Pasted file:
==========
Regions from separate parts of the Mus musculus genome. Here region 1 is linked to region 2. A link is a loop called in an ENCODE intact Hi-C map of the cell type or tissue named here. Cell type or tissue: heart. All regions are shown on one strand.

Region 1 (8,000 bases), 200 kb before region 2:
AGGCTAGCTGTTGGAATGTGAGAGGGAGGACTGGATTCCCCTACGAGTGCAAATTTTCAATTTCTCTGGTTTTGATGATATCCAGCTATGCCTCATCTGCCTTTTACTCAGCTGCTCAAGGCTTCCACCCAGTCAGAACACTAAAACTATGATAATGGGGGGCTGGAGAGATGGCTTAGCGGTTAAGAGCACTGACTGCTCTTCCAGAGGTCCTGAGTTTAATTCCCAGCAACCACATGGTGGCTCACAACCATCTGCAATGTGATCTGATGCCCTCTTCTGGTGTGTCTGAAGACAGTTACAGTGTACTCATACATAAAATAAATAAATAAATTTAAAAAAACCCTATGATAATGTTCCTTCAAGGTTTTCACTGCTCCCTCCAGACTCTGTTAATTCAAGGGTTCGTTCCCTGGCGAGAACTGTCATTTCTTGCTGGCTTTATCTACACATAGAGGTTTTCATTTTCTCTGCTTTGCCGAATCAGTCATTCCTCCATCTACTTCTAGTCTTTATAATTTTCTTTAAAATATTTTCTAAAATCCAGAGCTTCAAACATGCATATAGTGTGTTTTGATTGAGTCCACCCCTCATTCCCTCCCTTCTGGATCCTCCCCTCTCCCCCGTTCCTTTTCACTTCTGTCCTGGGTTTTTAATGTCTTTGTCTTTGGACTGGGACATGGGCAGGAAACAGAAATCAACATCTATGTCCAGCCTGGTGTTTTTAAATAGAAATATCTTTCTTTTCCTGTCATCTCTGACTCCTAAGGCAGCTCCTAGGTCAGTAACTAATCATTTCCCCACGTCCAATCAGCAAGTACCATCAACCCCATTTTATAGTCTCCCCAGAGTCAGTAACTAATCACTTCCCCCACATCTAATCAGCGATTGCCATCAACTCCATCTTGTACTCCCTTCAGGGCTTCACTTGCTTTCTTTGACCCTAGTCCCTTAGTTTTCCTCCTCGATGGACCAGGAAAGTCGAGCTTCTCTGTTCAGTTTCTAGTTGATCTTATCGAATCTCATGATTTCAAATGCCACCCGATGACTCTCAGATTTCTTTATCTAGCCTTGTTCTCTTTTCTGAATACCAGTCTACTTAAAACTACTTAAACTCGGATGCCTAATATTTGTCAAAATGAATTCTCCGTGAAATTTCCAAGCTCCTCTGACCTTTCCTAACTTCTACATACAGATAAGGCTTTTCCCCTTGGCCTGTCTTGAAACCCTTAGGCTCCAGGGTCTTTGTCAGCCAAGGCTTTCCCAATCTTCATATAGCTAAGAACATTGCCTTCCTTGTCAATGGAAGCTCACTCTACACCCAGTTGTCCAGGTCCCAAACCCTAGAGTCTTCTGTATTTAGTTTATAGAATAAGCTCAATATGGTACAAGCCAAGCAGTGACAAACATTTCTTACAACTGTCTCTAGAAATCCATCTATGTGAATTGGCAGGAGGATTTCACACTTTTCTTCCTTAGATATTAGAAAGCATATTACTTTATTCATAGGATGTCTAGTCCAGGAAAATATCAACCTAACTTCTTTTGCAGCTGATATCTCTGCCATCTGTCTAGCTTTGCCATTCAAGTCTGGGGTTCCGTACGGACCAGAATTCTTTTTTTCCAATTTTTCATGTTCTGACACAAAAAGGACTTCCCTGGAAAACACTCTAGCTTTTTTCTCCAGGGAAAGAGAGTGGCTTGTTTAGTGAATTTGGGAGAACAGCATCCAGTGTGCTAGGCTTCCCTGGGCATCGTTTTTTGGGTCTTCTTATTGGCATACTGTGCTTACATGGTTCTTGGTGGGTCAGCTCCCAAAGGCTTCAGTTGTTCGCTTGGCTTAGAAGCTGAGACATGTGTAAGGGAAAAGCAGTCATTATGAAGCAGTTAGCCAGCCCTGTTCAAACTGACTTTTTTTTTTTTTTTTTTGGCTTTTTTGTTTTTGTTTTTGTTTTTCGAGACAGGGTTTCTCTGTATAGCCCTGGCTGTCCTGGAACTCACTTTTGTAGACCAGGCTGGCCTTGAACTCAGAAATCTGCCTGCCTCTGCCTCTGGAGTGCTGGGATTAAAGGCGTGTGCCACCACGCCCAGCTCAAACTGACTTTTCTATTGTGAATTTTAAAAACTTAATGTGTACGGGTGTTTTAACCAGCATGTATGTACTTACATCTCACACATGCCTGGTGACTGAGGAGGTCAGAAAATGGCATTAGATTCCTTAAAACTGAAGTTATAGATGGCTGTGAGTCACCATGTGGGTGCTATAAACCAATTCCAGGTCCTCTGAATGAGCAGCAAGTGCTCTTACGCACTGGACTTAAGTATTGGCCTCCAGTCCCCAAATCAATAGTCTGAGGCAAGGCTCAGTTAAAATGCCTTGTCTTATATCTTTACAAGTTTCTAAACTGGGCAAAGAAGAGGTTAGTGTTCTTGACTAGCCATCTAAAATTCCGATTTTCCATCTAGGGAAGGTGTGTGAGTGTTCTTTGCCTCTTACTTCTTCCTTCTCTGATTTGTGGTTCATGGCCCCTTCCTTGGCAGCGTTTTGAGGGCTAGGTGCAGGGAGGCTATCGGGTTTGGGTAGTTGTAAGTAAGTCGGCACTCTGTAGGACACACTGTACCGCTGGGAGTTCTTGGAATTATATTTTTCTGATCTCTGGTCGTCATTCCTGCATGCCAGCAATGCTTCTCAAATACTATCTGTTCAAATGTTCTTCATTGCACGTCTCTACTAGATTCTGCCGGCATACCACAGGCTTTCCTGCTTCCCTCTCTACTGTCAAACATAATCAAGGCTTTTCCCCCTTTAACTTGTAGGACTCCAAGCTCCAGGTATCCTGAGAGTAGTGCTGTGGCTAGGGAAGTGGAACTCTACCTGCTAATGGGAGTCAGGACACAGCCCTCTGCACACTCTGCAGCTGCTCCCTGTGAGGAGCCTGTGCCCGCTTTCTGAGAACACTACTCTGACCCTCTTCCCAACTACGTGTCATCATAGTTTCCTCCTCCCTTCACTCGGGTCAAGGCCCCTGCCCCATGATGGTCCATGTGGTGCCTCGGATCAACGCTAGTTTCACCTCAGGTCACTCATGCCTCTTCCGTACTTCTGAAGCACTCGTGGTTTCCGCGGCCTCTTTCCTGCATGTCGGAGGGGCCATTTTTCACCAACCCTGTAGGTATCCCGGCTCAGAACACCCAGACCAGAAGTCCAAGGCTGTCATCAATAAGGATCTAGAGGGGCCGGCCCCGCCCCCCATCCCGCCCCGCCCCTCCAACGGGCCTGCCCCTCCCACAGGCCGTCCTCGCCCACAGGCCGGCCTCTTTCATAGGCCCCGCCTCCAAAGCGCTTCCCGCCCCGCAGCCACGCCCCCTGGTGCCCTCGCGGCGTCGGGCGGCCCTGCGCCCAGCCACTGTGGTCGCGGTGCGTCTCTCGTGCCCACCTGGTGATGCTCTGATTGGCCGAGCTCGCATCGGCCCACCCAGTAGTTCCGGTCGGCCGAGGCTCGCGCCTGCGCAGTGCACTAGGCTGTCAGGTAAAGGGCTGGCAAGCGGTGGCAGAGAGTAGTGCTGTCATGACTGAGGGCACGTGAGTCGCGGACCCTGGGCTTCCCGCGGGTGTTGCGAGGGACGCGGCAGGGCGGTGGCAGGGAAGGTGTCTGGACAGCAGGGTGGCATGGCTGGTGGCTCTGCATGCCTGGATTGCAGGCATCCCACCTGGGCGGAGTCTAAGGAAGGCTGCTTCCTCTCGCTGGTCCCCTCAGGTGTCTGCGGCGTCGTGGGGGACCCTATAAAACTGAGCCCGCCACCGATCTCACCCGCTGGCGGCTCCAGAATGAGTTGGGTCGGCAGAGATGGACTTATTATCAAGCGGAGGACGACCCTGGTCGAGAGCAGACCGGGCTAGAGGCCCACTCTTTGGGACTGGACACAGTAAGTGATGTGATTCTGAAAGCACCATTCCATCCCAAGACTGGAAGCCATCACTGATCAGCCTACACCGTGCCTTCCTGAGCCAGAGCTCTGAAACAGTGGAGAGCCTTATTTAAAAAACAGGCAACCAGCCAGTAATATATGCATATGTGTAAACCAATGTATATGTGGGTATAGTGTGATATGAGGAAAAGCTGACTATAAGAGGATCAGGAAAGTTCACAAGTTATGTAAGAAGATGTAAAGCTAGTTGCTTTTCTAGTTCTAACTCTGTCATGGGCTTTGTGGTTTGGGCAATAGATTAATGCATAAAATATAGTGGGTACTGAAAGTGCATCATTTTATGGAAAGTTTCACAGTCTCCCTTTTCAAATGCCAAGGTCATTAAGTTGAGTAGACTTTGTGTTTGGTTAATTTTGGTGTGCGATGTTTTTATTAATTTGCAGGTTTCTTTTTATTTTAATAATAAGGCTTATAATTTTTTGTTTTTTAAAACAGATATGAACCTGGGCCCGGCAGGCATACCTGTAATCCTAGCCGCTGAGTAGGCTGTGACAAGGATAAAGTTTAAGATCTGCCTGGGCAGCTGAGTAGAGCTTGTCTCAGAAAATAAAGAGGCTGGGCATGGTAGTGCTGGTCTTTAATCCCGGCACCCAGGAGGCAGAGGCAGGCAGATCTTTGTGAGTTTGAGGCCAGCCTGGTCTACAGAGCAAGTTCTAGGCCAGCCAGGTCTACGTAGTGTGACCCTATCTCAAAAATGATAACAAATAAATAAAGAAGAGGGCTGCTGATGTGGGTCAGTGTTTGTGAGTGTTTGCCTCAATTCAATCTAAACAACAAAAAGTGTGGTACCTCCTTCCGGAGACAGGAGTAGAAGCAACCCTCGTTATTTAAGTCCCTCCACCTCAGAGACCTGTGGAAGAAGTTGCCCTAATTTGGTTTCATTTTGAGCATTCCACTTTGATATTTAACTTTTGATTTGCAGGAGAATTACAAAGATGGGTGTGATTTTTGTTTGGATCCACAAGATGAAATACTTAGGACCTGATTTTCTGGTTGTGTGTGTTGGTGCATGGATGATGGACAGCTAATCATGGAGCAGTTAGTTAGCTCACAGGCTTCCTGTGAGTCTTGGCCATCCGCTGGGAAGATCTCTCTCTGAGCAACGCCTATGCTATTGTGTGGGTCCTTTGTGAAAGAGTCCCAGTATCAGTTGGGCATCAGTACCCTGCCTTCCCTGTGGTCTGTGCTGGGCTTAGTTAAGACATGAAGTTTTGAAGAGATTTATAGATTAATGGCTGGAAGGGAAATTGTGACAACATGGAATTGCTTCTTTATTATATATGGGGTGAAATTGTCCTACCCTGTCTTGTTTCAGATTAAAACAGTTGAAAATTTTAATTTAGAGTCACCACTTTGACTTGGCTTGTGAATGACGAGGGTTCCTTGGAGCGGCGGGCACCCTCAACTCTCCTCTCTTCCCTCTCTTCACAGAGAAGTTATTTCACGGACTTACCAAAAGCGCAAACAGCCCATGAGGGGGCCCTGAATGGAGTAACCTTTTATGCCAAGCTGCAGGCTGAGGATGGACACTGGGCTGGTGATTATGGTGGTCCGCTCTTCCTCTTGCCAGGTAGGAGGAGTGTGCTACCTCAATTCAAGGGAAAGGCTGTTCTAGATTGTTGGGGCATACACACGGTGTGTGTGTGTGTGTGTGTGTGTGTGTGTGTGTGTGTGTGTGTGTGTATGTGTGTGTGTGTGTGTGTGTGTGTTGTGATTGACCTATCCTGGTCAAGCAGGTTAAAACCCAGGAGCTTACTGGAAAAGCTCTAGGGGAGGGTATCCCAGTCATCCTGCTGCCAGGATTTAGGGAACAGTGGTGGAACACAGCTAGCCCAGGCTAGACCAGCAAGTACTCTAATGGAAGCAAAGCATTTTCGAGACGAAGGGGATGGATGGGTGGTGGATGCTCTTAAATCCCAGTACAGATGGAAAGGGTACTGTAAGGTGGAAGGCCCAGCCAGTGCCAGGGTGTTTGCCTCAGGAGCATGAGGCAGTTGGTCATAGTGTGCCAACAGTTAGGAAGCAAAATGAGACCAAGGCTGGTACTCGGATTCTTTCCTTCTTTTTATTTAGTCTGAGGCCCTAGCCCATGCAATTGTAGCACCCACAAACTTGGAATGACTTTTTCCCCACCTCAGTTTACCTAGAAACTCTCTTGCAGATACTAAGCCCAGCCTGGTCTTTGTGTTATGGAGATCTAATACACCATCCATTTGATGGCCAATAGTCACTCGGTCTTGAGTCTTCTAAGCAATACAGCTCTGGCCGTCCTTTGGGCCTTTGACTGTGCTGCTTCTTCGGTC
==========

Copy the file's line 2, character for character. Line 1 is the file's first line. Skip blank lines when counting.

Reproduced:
Region 1 (8,000 bases), 200 kb before region 2: